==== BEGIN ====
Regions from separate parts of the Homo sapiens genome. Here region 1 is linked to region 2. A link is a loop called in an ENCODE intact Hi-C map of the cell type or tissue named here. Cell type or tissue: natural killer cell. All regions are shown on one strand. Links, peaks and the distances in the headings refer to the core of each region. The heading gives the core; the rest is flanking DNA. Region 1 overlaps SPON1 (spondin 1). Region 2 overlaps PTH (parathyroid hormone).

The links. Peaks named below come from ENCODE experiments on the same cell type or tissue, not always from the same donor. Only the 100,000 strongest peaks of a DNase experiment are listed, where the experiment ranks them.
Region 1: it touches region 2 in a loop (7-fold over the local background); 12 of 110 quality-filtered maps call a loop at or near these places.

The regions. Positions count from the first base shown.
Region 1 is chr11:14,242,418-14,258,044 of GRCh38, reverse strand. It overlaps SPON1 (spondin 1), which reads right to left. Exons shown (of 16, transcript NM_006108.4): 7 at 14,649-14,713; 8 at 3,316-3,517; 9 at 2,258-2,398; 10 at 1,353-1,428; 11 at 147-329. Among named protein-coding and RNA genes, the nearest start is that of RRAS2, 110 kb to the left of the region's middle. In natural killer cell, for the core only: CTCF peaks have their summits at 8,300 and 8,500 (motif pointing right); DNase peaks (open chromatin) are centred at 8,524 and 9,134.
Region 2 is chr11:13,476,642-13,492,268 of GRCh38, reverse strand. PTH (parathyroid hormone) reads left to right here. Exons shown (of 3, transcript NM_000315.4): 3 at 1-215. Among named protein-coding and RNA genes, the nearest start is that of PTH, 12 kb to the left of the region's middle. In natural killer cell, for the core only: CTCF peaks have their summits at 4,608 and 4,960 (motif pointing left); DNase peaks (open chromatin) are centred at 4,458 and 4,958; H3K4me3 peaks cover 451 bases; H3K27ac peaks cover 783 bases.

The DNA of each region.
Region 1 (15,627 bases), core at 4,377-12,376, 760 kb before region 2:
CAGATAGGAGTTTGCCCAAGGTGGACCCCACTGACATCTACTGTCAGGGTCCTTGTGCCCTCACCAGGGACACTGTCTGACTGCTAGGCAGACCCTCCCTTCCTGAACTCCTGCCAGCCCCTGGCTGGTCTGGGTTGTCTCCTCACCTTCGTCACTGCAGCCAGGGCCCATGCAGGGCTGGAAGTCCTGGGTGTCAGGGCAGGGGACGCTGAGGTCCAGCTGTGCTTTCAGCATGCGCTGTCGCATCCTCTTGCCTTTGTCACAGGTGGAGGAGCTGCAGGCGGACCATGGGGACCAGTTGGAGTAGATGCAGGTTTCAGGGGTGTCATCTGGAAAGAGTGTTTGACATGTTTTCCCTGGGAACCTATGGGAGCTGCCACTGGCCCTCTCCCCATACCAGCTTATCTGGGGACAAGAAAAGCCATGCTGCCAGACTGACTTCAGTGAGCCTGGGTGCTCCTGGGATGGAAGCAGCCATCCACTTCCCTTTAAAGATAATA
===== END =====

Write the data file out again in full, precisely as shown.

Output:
Regions from separate parts of the Homo sapiens genome. Here region 1 is linked to region 2. A link is a loop called in an ENCODE intact Hi-C map of the cell type or tissue named here. Cell type or tissue: natural killer cell. All regions are shown on one strand. Links, peaks and the distances in the headings refer to the core of each region. The heading gives the core; the rest is flanking DNA. Region 1 overlaps SPON1 (spondin 1). Region 2 overlaps PTH (parathyroid hormone).

The links. Peaks named below come from ENCODE experiments on the same cell type or tissue, not always from the same donor. Only the 100,000 strongest peaks of a DNase experiment are listed, where the experiment ranks them.
Region 1: it touches region 2 in a loop (7-fold over the local background); 12 of 110 quality-filtered maps call a loop at or near these places.

The regions. Positions count from the first base shown.
Region 1 is chr11:14,242,418-14,258,044 of GRCh38, reverse strand. It overlaps SPON1 (spondin 1), which reads right to left. Exons shown (of 16, transcript NM_006108.4): 7 at 14,649-14,713; 8 at 3,316-3,517; 9 at 2,258-2,398; 10 at 1,353-1,428; 11 at 147-329. Among named protein-coding and RNA genes, the nearest start is that of RRAS2, 110 kb to the left of the region's middle. In natural killer cell, for the core only: CTCF peaks have their summits at 8,300 and 8,500 (motif pointing right); DNase peaks (open chromatin) are centred at 8,524 and 9,134.
Region 2 is chr11:13,476,642-13,492,268 of GRCh38, reverse strand. PTH (parathyroid hormone) reads left to right here. Exons shown (of 3, transcript NM_000315.4): 3 at 1-215. Among named protein-coding and RNA genes, the nearest start is that of PTH, 12 kb to the left of the region's middle. In natural killer cell, for the core only: CTCF peaks have their summits at 4,608 and 4,960 (motif pointing left); DNase peaks (open chromatin) are centred at 4,458 and 4,958; H3K4me3 peaks cover 451 bases; H3K27ac peaks cover 783 bases.

The DNA of each region.
Region 1 (15,627 bases), core at 4,377-12,376, 760 kb before region 2:
CAGATAGGAGTTTGCCCAAGGTGGACCCCACTGACATCTACTGTCAGGGTCCTTGTGCCCTCACCAGGGACACTGTCTGACTGCTAGGCAGACCCTCCCTTCCTGAACTCCTGCCAGCCCCTGGCTGGTCTGGGTTGTCTCCTCACCTTCGTCACTGCAGCCAGGGCCCATGCAGGGCTGGAAGTCCTGGGTGTCAGGGCAGGGGACGCTGAGGTCCAGCTGTGCTTTCAGCATGCGCTGTCGCATCCTCTTGCCTTTGTCACAGGTGGAGGAGCTGCAGGCGGACCATGGGGACCAGTTGGAGTAGATGCAGGTTTCAGGGGTGTCATCTGGAAAGAGTGTTTGACATGTTTTCCCTGGGAACCTATGGGAGCTGCCACTGGCCCTCTCCCCATACCAGCTTATCTGGGGACAAGAAAAGCCATGCTGCCAGACTGACTTCAGTGAGCCTGGGTGCTCCTGGGATGGAAGCAGCCATCCACTTCCCTTTAAAGATAATA